The Goodman opens new doors for Chicagoland students through its educational programming—and ensures these teenagers stay engaged with the theater through the Goodman Youth Arts Council (GYAC). A group of young artists who use their theater training to connect people with the stories on stage, GYAC participants believe theater can educate and empower by building bridges between diverse peoples. Now in its eighth year, the program was created by Walter Director of Education and Engagement Willa J. Taylor as a way to cultivate leadership skills through a continued relationship with the Goodman. To become members, youth must first participate in one of the Goodman’s education programs (including the Cindy Bandle Young Critics, PlayBuild | Youth Intensive, Musical Theater Intensive or School Matinee Series) and earn an adult mentor’s nomination. Returning council members oversee the interview and selection process.
GYAC meets bi-weekly during the school year, and hosts a variety of events, leads workshops at citywide conferences, and works with other youth theater groups across the nation—including students of playwright Noah Haidle (Smokefall) from Mosaic Youth Theatre of Detroit and the Tru Colors youth group from The Theater Offensive in Boston. GYAC has twice hosted dinner for the Chicago Community Trust’s On the Table events. This year, they invited members of Goodman Theatre’s Education and Engagement programs to discuss their differing experiences with age and aging, and how to unite to strengthen their communities.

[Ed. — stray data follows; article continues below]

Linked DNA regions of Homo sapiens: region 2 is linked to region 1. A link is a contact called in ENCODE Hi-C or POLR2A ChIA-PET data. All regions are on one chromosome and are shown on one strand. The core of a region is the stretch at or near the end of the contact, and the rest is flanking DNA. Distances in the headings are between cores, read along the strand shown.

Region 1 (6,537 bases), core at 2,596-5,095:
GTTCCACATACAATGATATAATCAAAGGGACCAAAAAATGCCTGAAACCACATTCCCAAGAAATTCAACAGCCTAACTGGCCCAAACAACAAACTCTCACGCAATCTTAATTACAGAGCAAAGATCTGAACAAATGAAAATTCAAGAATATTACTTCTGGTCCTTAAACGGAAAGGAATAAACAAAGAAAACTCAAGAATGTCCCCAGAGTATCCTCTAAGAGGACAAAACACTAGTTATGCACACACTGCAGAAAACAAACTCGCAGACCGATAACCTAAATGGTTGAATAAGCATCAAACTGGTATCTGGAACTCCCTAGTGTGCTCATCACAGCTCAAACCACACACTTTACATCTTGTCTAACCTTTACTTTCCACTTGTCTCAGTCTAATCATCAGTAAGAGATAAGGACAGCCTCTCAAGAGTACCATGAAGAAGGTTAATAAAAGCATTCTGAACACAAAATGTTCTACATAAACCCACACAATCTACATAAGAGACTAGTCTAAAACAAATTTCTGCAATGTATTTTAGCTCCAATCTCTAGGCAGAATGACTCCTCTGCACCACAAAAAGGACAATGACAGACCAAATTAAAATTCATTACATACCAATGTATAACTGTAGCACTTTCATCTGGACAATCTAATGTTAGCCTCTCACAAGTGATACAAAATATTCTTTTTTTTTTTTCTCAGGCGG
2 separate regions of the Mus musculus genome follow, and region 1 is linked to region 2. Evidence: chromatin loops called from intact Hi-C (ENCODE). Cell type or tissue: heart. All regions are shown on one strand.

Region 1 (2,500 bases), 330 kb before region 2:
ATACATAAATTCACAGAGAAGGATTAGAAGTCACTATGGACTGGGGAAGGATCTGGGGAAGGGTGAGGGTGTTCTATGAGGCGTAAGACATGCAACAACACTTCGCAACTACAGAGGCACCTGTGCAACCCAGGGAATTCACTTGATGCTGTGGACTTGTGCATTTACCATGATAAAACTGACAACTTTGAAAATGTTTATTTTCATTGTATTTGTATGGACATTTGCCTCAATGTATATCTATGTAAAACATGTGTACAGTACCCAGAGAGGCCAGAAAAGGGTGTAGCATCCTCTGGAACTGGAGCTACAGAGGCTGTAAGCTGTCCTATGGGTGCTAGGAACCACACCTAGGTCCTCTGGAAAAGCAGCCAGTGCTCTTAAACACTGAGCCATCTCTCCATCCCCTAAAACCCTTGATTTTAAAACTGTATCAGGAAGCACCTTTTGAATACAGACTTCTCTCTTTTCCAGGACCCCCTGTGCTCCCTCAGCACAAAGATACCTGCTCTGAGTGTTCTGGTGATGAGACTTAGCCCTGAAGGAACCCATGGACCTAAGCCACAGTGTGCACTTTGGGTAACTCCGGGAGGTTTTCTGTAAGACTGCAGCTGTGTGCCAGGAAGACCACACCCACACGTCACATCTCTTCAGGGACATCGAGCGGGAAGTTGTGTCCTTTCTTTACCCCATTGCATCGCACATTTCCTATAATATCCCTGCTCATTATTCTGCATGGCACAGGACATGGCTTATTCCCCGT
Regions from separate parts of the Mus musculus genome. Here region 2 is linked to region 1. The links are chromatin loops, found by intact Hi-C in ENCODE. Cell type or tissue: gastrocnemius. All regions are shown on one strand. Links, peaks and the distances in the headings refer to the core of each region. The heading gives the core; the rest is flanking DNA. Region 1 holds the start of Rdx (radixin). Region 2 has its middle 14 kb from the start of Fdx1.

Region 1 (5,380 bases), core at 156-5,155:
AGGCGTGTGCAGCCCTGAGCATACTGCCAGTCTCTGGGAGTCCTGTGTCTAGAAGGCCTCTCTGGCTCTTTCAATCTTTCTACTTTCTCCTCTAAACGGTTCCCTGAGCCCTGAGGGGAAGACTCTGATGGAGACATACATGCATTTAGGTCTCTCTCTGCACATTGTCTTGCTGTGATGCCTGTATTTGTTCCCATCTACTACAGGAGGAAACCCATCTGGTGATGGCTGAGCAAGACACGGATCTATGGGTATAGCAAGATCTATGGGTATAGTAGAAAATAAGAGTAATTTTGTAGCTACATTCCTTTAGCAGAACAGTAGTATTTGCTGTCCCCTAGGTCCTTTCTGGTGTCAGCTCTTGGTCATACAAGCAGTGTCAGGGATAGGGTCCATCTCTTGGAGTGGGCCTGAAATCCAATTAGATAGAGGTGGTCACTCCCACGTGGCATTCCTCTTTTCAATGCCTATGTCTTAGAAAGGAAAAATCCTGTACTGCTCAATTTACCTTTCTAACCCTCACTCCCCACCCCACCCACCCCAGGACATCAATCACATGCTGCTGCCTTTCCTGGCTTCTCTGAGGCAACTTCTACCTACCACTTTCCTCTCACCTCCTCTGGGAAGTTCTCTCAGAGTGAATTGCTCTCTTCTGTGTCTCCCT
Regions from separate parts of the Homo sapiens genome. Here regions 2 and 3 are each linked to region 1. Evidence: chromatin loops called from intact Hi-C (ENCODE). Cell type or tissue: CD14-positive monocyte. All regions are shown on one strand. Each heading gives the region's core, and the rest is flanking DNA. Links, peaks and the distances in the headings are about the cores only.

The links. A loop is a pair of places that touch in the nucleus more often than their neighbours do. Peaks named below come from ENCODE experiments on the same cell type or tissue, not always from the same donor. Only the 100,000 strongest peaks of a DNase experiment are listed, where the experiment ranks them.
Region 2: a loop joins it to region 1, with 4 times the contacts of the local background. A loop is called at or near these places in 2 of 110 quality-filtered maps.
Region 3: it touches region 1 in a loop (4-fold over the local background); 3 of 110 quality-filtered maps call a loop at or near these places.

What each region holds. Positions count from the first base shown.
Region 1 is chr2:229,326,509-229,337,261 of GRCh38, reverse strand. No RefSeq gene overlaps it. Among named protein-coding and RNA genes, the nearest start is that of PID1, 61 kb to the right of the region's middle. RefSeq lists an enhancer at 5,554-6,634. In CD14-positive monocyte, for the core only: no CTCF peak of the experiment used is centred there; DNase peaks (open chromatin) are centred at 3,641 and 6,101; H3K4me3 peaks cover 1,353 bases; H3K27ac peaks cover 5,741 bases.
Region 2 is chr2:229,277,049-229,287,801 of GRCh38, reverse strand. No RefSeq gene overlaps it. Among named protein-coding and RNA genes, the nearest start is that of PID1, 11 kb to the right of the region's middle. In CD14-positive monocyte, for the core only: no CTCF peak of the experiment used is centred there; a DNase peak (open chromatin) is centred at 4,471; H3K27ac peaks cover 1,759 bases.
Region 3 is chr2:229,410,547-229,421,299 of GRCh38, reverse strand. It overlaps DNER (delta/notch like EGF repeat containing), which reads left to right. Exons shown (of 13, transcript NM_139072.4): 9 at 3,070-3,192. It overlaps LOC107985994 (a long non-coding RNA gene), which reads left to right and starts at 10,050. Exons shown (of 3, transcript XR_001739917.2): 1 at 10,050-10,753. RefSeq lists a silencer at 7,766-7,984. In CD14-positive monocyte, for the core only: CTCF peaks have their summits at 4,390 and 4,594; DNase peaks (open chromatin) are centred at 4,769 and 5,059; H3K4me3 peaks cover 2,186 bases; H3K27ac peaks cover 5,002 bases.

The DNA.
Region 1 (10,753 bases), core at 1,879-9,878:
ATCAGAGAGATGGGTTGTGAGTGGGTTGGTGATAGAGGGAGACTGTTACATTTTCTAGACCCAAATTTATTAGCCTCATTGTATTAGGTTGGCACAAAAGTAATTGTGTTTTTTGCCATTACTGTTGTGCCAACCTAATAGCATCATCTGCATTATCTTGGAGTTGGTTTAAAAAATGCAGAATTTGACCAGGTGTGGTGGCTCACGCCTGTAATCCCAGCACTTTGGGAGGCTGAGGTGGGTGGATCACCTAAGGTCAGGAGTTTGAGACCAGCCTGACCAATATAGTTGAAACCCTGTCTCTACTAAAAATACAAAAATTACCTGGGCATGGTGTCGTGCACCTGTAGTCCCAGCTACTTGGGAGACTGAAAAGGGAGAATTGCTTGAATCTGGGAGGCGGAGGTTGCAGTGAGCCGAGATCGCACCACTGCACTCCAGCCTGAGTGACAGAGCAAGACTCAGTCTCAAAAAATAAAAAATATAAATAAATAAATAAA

In addition, GYAC hosts a large annual event at the theater in which their peers and friends are invited to interact with the works on the Goodman’s stages, engaging in dialogue about the topics just witnessed. Past events include The Little Foxes (2015) and Carlyle (2016)—a political comedy that sparked a poignant conversation during an election year. This year, the Council aimed for a greater impact for change by opening up the Alice Rapoport Center for Education and Engagement to young artists in the Chicagoland area. On April 26, more than 40 young artists, performers and filmmakers gathered in the Alice Center to share their art with friends and family. Donations were accepted for Vida/SIDA, a health initiative by the Puerto Rican Cultural Center that provides HIV prevention services for LGBTQ and Latinx people and other minority groups. The Goodman Youth Arts Council helps create spaces for aspiring artists and arts-engaged young people to use their voice and find their place in Chicago’s creative world. The Goodman proudly supports these arts leaders of tomorrow.